By Jane Smith
Delray Beach kept its tax rate the same, but increased property values will give the city slightly more cash in the budget year that began Oct. 1.
The city’s tax rate — $6.66 per $1,000 of taxable value — is the same as last year’s when the pandemic shut down cities nationwide. The rate for debt service is down slightly to 17.9 cents per $1,000.
The city is using about $4.6 million from the American Rescue Plan Act to help balance the $152.3 million budget, leaving $873,660. That use is allowed by the U.S. Treasury, John Lege, finance director, told city commissioners at the Aug. 24 budget workshop.
Sixteen vacant positions, totaling $1.2 million, will be filled in January, saving 25% of their salaries or an estimated $291,635 in the budget year. The positions include five firefighters, three police officers and a lifeguard.
City Manager Terrence Moore did his part by eliminating the position of legislative affairs manager held by Jason King, whom previous manager George Gretsas hired. King was notified in August that his job would not be funded.
Mayor Shelly Petrolia suggested at the August workshop that it might be a future savings measure for the city to no longer handle building permits for Gulf Stream. Because of the contentious nature of some of the town’s residents, the city’s building clerks must spend time pulling records for the town when there is a public records request. Petrolia asked Moore to look into the Gulf Stream permit situation.
The current tax rate for Delray Beach will bring in about $80.5 million in property tax income. The city’s contribution to its Community Redevelopment Agency is $16.1 million, leaving about $64.4 million in the city’s general fund.
At the first budget public hearing on Sept. 13, Petrolia pointed out an item to remember when discussing next year’s budget. “We are always told that the tax rate set in July can be lowered. But think about all the work that the staff did and how difficult it would be to change in September,” she said.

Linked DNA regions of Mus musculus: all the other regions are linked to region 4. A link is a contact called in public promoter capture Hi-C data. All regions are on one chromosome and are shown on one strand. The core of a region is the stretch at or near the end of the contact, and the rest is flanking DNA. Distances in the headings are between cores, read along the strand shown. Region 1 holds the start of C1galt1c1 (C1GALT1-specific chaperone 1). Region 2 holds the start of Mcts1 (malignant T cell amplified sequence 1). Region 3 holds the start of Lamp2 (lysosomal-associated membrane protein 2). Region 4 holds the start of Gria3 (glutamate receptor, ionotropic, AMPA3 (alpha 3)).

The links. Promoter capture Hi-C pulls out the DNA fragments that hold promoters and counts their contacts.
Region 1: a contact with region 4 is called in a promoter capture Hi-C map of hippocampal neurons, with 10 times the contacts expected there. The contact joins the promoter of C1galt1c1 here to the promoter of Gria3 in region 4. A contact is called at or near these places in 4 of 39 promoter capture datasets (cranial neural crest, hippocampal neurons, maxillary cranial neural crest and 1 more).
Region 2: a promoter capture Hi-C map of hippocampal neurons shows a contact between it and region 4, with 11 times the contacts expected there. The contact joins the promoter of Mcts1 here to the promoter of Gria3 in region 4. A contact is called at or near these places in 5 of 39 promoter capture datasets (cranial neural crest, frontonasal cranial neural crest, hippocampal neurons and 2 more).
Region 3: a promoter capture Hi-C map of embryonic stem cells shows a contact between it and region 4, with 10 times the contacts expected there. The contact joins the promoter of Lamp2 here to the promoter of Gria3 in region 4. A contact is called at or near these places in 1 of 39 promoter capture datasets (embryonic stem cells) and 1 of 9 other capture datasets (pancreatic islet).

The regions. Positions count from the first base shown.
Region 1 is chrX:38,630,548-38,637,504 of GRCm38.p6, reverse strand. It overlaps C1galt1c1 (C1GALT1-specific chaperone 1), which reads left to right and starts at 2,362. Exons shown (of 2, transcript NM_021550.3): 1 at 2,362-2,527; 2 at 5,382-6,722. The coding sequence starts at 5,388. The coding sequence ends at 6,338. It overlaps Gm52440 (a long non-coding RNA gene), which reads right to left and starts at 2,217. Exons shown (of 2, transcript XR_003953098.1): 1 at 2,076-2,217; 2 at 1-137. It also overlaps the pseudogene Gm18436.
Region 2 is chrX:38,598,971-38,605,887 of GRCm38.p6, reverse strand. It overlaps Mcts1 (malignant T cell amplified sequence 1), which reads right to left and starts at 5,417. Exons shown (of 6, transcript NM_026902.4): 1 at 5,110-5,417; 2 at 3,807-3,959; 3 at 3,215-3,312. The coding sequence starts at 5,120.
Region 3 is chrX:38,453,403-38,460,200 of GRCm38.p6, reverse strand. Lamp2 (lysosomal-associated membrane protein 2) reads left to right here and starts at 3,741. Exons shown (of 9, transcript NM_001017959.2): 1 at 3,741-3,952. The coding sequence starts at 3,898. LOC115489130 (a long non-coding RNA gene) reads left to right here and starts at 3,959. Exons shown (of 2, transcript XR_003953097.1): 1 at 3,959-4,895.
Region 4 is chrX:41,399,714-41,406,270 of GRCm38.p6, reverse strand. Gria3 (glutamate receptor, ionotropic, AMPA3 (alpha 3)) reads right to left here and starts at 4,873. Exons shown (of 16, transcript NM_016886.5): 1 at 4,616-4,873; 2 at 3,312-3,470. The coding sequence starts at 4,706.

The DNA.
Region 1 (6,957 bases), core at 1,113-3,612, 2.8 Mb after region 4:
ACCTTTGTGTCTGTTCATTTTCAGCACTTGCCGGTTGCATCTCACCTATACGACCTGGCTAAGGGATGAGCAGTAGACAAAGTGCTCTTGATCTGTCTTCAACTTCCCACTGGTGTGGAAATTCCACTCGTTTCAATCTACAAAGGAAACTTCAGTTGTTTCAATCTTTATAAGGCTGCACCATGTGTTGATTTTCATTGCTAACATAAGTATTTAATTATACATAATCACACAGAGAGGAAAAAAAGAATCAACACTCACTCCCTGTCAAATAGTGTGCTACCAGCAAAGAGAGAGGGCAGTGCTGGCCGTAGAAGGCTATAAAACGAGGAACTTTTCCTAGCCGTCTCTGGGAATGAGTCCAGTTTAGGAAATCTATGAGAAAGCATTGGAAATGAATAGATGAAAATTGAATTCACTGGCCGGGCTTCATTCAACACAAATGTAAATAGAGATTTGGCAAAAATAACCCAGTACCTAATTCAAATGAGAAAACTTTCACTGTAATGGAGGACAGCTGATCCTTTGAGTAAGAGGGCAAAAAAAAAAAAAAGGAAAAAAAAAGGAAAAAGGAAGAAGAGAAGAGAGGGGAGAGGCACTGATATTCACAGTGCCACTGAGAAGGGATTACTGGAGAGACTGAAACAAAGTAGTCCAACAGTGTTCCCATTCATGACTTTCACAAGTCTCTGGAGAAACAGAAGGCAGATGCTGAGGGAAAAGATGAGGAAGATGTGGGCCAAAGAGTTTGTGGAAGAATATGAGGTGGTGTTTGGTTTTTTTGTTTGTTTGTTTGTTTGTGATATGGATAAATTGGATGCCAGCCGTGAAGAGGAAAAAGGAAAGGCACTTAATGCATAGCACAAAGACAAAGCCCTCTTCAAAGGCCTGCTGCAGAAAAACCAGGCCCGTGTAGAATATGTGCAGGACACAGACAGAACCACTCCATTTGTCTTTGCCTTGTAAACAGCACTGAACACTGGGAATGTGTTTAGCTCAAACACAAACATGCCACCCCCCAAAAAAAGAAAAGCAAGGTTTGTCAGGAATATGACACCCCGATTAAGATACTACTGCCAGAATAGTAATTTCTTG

To plan for future shortfalls, such as if the investment rates fall for the three pension funds the city must pay, new revenue sources must be found.
To that end, the police department received permission to buy a patrol boat for $65,000. Chief Javaro Sims told commissioners that with the boat purchase, his officers will generate income by ticketing boat operators for speeding and other violations.
At the second budget hearing on Sept. 23, Commissioner Juli Casale said, “I’m excited because this is my first year with actual items in budget.”
She pushed for the Coastal Habitat Conservation Plan, which will inventory all the plants on the municipal beach.
The Beach Bucket brigade is a more modest project that she suggested. She envisions canvas bags hanging on a vertical pole. Beachgoers could take a bag and use it to help clean up the beach.
Both projects are in the city’s beach management fund of $510,050.